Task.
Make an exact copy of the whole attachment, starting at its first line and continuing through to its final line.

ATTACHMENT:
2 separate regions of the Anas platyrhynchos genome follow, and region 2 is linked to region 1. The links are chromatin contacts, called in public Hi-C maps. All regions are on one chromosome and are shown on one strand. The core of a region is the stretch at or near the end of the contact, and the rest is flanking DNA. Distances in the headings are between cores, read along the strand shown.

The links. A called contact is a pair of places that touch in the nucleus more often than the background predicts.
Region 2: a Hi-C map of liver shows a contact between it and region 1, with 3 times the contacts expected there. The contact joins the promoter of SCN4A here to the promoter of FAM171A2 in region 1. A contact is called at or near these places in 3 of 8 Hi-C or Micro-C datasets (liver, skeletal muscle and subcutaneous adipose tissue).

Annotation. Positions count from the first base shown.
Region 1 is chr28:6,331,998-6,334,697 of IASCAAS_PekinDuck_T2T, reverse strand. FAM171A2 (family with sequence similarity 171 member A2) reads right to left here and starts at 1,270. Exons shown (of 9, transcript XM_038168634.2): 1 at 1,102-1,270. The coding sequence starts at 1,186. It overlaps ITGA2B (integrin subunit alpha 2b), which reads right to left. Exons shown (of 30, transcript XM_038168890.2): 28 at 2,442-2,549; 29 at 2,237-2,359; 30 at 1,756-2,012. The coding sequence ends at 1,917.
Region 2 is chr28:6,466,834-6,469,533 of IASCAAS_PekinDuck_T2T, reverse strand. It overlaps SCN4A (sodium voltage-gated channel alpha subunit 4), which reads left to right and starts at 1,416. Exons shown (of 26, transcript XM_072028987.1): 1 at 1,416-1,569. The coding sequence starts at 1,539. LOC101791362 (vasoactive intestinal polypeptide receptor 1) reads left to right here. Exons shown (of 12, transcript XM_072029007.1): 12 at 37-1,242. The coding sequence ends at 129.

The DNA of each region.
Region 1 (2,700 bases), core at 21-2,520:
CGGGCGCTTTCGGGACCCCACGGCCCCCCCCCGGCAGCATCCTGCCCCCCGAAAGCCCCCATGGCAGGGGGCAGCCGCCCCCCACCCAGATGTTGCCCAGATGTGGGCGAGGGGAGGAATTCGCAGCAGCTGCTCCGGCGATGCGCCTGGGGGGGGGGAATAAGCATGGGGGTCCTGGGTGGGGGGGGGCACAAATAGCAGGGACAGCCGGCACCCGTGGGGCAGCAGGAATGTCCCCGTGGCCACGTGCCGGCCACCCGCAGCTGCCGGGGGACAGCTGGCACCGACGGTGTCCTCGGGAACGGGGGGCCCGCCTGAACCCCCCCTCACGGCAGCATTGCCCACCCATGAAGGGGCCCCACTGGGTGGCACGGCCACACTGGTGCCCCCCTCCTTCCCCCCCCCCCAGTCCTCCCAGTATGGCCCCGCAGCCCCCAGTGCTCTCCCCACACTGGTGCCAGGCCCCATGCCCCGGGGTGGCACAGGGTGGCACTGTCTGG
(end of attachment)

2 separate regions of the Anas platyrhynchos genome follow, and region 2 is linked to region 1. The links are chromatin contacts, called in public Hi-C maps. All regions are on one chromosome and are shown on one strand. The core of a region is the stretch at or near the end of the contact, and the rest is flanking DNA. Distances in the headings are between cores, read along the strand shown.

The links. A called contact is a pair of places that touch in the nucleus more often than the background predicts.
Region 2: a Hi-C map of liver shows a contact between it and region 1, with 3 times the contacts expected there. The contact joins the promoter of SCN4A here to the promoter of FAM171A2 in region 1. A contact is called at or near these places in 3 of 8 Hi-C or Micro-C datasets (liver, skeletal muscle and subcutaneous adipose tissue).

Annotation. Positions count from the first base shown.
Region 1 is chr28:6,331,998-6,334,697 of IASCAAS_PekinDuck_T2T, reverse strand. FAM171A2 (family with sequence similarity 171 member A2) reads right to left here and starts at 1,270. Exons shown (of 9, transcript XM_038168634.2): 1 at 1,102-1,270. The coding sequence starts at 1,186. It overlaps ITGA2B (integrin subunit alpha 2b), which reads right to left. Exons shown (of 30, transcript XM_038168890.2): 28 at 2,442-2,549; 29 at 2,237-2,359; 30 at 1,756-2,012. The coding sequence ends at 1,917.
Region 2 is chr28:6,466,834-6,469,533 of IASCAAS_PekinDuck_T2T, reverse strand. It overlaps SCN4A (sodium voltage-gated channel alpha subunit 4), which reads left to right and starts at 1,416. Exons shown (of 26, transcript XM_072028987.1): 1 at 1,416-1,569. The coding sequence starts at 1,539. LOC101791362 (vasoactive intestinal polypeptide receptor 1) reads left to right here. Exons shown (of 12, transcript XM_072029007.1): 12 at 37-1,242. The coding sequence ends at 129.

The DNA of each region.
Region 1 (2,700 bases), core at 21-2,520:
CGGGCGCTTTCGGGACCCCACGGCCCCCCCCCGGCAGCATCCTGCCCCCCGAAAGCCCCCATGGCAGGGGGCAGCCGCCCCCCACCCAGATGTTGCCCAGATGTGGGCGAGGGGAGGAATTCGCAGCAGCTGCTCCGGCGATGCGCCTGGGGGGGGGGAATAAGCATGGGGGTCCTGGGTGGGGGGGGGCACAAATAGCAGGGACAGCCGGCACCCGTGGGGCAGCAGGAATGTCCCCGTGGCCACGTGCCGGCCACCCGCAGCTGCCGGGGGACAGCTGGCACCGACGGTGTCCTCGGGAACGGGGGGCCCGCCTGAACCCCCCCTCACGGCAGCATTGCCCACCCATGAAGGGGCCCCACTGGGTGGCACGGCCACACTGGTGCCCCCCTCCTTCCCCCCCCCCCAGTCCTCCCAGTATGGCCCCGCAGCCCCCAGTGCTCTCCCCACACTGGTGCCAGGCCCCATGCCCCGGGGTGGCACAGGGTGGCACTGTCTGG